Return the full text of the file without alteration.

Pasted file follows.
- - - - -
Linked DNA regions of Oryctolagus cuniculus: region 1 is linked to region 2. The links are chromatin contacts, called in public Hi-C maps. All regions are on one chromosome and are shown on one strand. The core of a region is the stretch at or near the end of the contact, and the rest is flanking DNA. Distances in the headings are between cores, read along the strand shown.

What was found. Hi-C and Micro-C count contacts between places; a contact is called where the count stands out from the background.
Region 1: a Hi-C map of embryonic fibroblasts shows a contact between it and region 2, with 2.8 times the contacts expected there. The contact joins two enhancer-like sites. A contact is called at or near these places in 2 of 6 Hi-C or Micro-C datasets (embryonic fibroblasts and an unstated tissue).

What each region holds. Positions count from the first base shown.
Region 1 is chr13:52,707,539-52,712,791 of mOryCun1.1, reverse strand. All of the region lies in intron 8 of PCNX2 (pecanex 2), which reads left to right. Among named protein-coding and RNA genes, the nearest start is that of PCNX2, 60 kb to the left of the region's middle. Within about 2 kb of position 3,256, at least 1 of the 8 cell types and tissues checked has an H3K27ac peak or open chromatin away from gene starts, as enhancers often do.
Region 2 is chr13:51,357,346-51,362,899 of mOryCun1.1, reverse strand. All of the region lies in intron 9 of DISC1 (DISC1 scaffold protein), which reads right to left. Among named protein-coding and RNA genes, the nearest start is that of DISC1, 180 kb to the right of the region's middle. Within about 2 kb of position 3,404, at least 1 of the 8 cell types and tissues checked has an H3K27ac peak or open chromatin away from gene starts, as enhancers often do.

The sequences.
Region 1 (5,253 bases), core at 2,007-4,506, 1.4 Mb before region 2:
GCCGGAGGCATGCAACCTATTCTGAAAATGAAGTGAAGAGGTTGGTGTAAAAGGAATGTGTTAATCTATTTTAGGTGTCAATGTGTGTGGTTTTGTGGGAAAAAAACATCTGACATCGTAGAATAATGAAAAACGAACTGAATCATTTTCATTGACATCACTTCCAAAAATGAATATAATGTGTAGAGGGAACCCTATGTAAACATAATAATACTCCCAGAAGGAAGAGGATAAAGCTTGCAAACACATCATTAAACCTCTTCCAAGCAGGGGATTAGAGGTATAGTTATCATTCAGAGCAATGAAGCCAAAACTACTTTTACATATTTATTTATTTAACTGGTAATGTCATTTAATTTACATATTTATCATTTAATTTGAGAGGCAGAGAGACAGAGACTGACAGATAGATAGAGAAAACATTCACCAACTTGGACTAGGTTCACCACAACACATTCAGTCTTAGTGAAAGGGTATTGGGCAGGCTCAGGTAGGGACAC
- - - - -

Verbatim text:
Linked DNA regions of Oryctolagus cuniculus: region 1 is linked to region 2. The links are chromatin contacts, called in public Hi-C maps. All regions are on one chromosome and are shown on one strand. The core of a region is the stretch at or near the end of the contact, and the rest is flanking DNA. Distances in the headings are between cores, read along the strand shown.

What was found. Hi-C and Micro-C count contacts between places; a contact is called where the count stands out from the background.
Region 1: a Hi-C map of embryonic fibroblasts shows a contact between it and region 2, with 2.8 times the contacts expected there. The contact joins two enhancer-like sites. A contact is called at or near these places in 2 of 6 Hi-C or Micro-C datasets (embryonic fibroblasts and an unstated tissue).

What each region holds. Positions count from the first base shown.
Region 1 is chr13:52,707,539-52,712,791 of mOryCun1.1, reverse strand. All of the region lies in intron 8 of PCNX2 (pecanex 2), which reads left to right. Among named protein-coding and RNA genes, the nearest start is that of PCNX2, 60 kb to the left of the region's middle. Within about 2 kb of position 3,256, at least 1 of the 8 cell types and tissues checked has an H3K27ac peak or open chromatin away from gene starts, as enhancers often do.
Region 2 is chr13:51,357,346-51,362,899 of mOryCun1.1, reverse strand. All of the region lies in intron 9 of DISC1 (DISC1 scaffold protein), which reads right to left. Among named protein-coding and RNA genes, the nearest start is that of DISC1, 180 kb to the right of the region's middle. Within about 2 kb of position 3,404, at least 1 of the 8 cell types and tissues checked has an H3K27ac peak or open chromatin away from gene starts, as enhancers often do.

The sequences.
Region 1 (5,253 bases), core at 2,007-4,506, 1.4 Mb before region 2:
GCCGGAGGCATGCAACCTATTCTGAAAATGAAGTGAAGAGGTTGGTGTAAAAGGAATGTGTTAATCTATTTTAGGTGTCAATGTGTGTGGTTTTGTGGGAAAAAAACATCTGACATCGTAGAATAATGAAAAACGAACTGAATCATTTTCATTGACATCACTTCCAAAAATGAATATAATGTGTAGAGGGAACCCTATGTAAACATAATAATACTCCCAGAAGGAAGAGGATAAAGCTTGCAAACACATCATTAAACCTCTTCCAAGCAGGGGATTAGAGGTATAGTTATCATTCAGAGCAATGAAGCCAAAACTACTTTTACATATTTATTTATTTAACTGGTAATGTCATTTAATTTACATATTTATCATTTAATTTGAGAGGCAGAGAGACAGAGACTGACAGATAGATAGAGAAAACATTCACCAACTTGGACTAGGTTCACCACAACACATTCAGTCTTAGTGAAAGGGTATTGGGCAGGCTCAGGTAGGGACAC